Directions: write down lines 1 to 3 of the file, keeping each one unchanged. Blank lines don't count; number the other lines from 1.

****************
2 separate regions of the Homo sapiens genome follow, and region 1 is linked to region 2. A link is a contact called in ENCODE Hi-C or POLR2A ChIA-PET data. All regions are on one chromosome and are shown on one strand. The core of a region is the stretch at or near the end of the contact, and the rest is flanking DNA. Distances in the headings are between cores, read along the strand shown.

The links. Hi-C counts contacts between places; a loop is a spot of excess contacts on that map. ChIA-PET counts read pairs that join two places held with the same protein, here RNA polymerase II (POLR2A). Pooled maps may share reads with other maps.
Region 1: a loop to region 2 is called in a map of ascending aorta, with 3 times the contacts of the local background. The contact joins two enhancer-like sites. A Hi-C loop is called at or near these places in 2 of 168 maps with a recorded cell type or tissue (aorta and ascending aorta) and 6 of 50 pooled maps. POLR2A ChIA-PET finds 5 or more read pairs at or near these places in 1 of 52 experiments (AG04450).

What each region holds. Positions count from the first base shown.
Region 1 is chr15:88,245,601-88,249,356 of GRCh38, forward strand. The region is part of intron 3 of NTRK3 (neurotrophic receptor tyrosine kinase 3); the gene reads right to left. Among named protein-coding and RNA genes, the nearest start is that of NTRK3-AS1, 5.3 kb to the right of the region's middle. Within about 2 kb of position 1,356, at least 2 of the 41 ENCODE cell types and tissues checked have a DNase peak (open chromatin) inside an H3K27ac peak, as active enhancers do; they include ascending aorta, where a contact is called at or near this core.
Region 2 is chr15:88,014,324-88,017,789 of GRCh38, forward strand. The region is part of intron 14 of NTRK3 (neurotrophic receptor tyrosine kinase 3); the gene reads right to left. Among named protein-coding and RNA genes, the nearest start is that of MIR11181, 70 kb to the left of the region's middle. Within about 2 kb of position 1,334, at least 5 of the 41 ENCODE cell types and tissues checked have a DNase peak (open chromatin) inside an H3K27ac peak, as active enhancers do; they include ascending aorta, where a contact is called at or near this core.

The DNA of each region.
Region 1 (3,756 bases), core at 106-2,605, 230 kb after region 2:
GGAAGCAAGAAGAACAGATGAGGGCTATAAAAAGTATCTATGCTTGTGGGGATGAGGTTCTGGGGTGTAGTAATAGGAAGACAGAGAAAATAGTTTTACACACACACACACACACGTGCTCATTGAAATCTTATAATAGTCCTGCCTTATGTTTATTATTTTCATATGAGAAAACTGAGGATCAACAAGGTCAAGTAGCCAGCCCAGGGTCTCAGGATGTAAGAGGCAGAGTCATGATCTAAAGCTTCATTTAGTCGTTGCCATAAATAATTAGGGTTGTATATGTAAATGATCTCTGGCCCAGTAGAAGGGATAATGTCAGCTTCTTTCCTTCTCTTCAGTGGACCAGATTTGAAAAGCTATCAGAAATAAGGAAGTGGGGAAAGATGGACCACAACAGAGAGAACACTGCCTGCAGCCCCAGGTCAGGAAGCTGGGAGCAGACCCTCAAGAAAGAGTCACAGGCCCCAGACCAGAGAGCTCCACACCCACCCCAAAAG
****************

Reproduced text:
2 separate regions of the Homo sapiens genome follow, and region 1 is linked to region 2. A link is a contact called in ENCODE Hi-C or POLR2A ChIA-PET data. All regions are on one chromosome and are shown on one strand. The core of a region is the stretch at or near the end of the contact, and the rest is flanking DNA. Distances in the headings are between cores, read along the strand shown.

The links. Hi-C counts contacts between places; a loop is a spot of excess contacts on that map. ChIA-PET counts read pairs that join two places held with the same protein, here RNA polymerase II (POLR2A). Pooled maps may share reads with other maps.
Region 1: a loop to region 2 is called in a map of ascending aorta, with 3 times the contacts of the local background. The contact joins two enhancer-like sites. A Hi-C loop is called at or near these places in 2 of 168 maps with a recorded cell type or tissue (aorta and ascending aorta) and 6 of 50 pooled maps. POLR2A ChIA-PET finds 5 or more read pairs at or near these places in 1 of 52 experiments (AG04450).